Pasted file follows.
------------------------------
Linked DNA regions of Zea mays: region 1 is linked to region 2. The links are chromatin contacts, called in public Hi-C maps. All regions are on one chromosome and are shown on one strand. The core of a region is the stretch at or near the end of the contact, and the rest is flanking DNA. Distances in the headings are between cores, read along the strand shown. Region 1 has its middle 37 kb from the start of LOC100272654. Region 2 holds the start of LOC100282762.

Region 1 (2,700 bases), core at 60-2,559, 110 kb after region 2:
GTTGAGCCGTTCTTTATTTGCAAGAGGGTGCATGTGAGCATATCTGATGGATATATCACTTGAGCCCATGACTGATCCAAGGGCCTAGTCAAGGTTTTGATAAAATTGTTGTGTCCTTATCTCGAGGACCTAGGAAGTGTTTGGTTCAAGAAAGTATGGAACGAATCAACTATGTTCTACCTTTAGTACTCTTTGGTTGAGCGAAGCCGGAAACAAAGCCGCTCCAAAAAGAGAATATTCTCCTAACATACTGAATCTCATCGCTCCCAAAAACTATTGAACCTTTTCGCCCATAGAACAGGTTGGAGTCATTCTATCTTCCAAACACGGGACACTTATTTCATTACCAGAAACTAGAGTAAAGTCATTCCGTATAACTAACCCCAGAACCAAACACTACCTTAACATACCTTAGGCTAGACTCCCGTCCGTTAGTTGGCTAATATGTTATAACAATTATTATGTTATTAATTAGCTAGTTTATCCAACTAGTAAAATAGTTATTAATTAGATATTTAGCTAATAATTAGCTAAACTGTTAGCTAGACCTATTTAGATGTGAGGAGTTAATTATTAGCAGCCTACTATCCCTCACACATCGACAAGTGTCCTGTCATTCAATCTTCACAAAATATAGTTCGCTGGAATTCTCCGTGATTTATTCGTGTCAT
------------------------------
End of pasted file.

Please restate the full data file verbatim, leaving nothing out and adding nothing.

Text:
Linked DNA regions of Zea mays: region 1 is linked to region 2. The links are chromatin contacts, called in public Hi-C maps. All regions are on one chromosome and are shown on one strand. The core of a region is the stretch at or near the end of the contact, and the rest is flanking DNA. Distances in the headings are between cores, read along the strand shown. Region 1 has its middle 37 kb from the start of LOC100272654. Region 2 holds the start of LOC100282762.

Region 1 (2,700 bases), core at 60-2,559, 110 kb after region 2:
GTTGAGCCGTTCTTTATTTGCAAGAGGGTGCATGTGAGCATATCTGATGGATATATCACTTGAGCCCATGACTGATCCAAGGGCCTAGTCAAGGTTTTGATAAAATTGTTGTGTCCTTATCTCGAGGACCTAGGAAGTGTTTGGTTCAAGAAAGTATGGAACGAATCAACTATGTTCTACCTTTAGTACTCTTTGGTTGAGCGAAGCCGGAAACAAAGCCGCTCCAAAAAGAGAATATTCTCCTAACATACTGAATCTCATCGCTCCCAAAAACTATTGAACCTTTTCGCCCATAGAACAGGTTGGAGTCATTCTATCTTCCAAACACGGGACACTTATTTCATTACCAGAAACTAGAGTAAAGTCATTCCGTATAACTAACCCCAGAACCAAACACTACCTTAACATACCTTAGGCTAGACTCCCGTCCGTTAGTTGGCTAATATGTTATAACAATTATTATGTTATTAATTAGCTAGTTTATCCAACTAGTAAAATAGTTATTAATTAGATATTTAGCTAATAATTAGCTAAACTGTTAGCTAGACCTATTTAGATGTGAGGAGTTAATTATTAGCAGCCTACTATCCCTCACACATCGACAAGTGTCCTGTCATTCAATCTTCACAAAATATAGTTCGCTGGAATTCTCCGTGATTTATTCGTGTCAT